Cuban President Fidel Castro, Latin America's sole surviving Communist strongman, ceded power to his brother Raul on a temporary basis for the first time in 47 years, after undergoing what he called delicate intestinal surgery.
The aging but still fiery leftist leader, who turns 80 on Aug. 13, said late on Monday in a statement read on Cuban television that he would be out for "some weeks" following the operation to stem intestinal bleeding.
The seriousness of Castro's condition was not clear, but news he had ceded power sparked hopeful celebrations among Cuban exiles in Miami who had been waiting decades for his demise.
The White House, where a succession of US presidents had plotted Castro's downfall, stayed low key but watchful.
"We are monitoring the situation. We don't want to speculate on his health," said Peter Watkins, a White House spokesman. "We will continue to work for the day of Cuba's freedom."
Thousands of people celebrated in Miami's Little Havana and in nearby Hialeah and Westchester, convinced of Castro's imminent demise.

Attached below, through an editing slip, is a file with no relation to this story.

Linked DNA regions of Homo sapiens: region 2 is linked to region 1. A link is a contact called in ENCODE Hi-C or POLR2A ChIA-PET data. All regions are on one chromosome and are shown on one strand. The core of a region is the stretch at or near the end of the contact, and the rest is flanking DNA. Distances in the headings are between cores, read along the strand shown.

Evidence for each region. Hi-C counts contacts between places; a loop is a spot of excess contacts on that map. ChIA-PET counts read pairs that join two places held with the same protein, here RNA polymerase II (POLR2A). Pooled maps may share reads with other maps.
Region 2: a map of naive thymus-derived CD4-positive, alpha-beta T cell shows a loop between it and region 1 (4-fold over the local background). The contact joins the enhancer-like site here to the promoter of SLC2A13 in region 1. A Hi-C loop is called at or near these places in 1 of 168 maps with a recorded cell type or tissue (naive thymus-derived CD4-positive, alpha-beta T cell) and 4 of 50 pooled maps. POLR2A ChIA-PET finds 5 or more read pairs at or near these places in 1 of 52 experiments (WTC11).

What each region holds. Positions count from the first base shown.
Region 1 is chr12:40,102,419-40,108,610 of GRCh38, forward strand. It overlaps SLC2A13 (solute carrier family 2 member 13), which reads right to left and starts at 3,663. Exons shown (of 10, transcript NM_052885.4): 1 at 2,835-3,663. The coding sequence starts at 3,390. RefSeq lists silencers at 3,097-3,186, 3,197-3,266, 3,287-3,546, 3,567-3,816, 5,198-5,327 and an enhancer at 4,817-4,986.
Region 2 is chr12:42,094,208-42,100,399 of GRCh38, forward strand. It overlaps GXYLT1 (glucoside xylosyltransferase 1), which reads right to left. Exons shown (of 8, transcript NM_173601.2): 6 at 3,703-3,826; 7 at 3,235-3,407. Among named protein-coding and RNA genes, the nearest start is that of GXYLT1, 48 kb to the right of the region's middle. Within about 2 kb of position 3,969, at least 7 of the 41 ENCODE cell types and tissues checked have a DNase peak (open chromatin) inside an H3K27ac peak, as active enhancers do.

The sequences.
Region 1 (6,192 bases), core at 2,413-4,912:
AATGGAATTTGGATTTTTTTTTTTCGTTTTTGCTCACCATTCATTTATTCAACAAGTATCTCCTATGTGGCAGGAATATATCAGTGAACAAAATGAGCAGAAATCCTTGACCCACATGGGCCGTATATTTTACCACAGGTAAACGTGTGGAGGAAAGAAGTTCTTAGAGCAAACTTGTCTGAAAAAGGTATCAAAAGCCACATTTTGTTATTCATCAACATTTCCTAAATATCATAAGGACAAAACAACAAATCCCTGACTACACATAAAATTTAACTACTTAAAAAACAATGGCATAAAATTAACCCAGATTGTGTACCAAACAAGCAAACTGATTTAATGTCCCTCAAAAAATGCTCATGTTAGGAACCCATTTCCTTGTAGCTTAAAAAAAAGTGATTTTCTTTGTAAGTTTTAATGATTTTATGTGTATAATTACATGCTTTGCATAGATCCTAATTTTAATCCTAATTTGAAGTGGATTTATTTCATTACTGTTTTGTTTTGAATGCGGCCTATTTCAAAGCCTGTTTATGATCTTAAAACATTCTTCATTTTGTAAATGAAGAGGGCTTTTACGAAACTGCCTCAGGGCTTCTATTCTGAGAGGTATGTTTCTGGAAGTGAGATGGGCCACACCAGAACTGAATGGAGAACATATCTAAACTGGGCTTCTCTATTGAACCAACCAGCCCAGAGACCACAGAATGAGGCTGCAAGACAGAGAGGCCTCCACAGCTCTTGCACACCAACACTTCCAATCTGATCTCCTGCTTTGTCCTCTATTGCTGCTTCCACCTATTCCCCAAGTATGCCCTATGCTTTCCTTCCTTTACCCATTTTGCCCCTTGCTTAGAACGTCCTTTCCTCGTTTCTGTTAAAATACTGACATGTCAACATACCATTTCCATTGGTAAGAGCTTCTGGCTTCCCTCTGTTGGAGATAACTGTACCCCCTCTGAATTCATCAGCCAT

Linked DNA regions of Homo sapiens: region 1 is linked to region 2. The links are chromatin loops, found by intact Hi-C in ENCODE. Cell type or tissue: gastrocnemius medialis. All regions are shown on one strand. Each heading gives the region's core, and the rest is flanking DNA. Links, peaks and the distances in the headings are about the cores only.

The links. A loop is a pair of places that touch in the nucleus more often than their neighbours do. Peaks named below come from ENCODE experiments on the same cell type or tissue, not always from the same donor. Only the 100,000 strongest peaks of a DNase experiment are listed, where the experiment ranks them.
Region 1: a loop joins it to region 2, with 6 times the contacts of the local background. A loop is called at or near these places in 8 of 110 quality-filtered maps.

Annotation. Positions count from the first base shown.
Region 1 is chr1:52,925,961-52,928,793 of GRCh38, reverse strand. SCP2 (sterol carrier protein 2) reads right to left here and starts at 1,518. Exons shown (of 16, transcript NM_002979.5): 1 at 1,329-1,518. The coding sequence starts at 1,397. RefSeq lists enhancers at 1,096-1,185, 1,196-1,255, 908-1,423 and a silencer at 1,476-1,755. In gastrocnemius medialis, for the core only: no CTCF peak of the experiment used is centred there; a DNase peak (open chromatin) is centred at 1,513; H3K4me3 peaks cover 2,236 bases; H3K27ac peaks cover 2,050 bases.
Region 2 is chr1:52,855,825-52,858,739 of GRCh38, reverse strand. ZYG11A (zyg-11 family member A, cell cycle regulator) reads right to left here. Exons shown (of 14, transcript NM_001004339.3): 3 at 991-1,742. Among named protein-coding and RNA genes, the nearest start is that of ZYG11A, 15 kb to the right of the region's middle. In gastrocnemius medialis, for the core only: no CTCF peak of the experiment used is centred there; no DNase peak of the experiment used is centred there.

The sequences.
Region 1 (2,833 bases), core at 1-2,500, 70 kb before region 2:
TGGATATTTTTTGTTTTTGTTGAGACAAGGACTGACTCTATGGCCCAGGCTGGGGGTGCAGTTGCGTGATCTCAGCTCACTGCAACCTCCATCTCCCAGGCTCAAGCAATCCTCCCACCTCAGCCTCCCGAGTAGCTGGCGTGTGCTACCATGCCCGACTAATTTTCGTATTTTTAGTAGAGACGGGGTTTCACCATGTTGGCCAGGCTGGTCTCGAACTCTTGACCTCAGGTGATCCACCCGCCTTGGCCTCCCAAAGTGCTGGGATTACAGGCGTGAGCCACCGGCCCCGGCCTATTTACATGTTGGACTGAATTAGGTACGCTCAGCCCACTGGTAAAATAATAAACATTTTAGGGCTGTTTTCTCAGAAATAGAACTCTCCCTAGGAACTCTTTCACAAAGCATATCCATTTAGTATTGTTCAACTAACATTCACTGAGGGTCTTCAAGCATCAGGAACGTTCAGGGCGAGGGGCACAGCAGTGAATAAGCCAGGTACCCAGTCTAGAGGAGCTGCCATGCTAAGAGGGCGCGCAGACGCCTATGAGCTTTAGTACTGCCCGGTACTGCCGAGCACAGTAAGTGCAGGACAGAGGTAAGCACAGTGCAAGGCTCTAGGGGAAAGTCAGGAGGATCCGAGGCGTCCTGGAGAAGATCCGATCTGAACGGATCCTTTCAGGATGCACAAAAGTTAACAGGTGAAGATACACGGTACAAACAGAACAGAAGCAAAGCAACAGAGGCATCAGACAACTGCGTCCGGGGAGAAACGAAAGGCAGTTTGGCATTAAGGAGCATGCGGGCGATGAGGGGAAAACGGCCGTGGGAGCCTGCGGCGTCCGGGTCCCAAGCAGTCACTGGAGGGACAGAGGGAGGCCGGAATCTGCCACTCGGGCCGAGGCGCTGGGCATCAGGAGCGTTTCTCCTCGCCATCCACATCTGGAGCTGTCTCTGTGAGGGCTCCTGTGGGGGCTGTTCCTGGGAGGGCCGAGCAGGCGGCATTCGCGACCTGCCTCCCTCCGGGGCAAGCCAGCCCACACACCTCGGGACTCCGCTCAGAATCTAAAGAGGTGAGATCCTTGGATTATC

The crowd banged pots and pans, honked car horns, waved flags and chanted "Viva Cuba Libre" -- "Long Live Free Cuba." Some tried to contact friends and relatives in Cuba by cellphone.
In Havana, Cuban dissident Marta Beatriz Roque said Castro's decision "took us by surprise."
"This needs to be followed very closely," she told Univision, a Spanish-language US broadcaster.
Castro has been a major world figure since his band of bearded guerrillas seized power from dictator Fulgencio Batista in January 1959. His rule has been marked by momentous events such as the Cuban missile crisis and the failed US-backed Bay of Pigs invasion in the 1960s.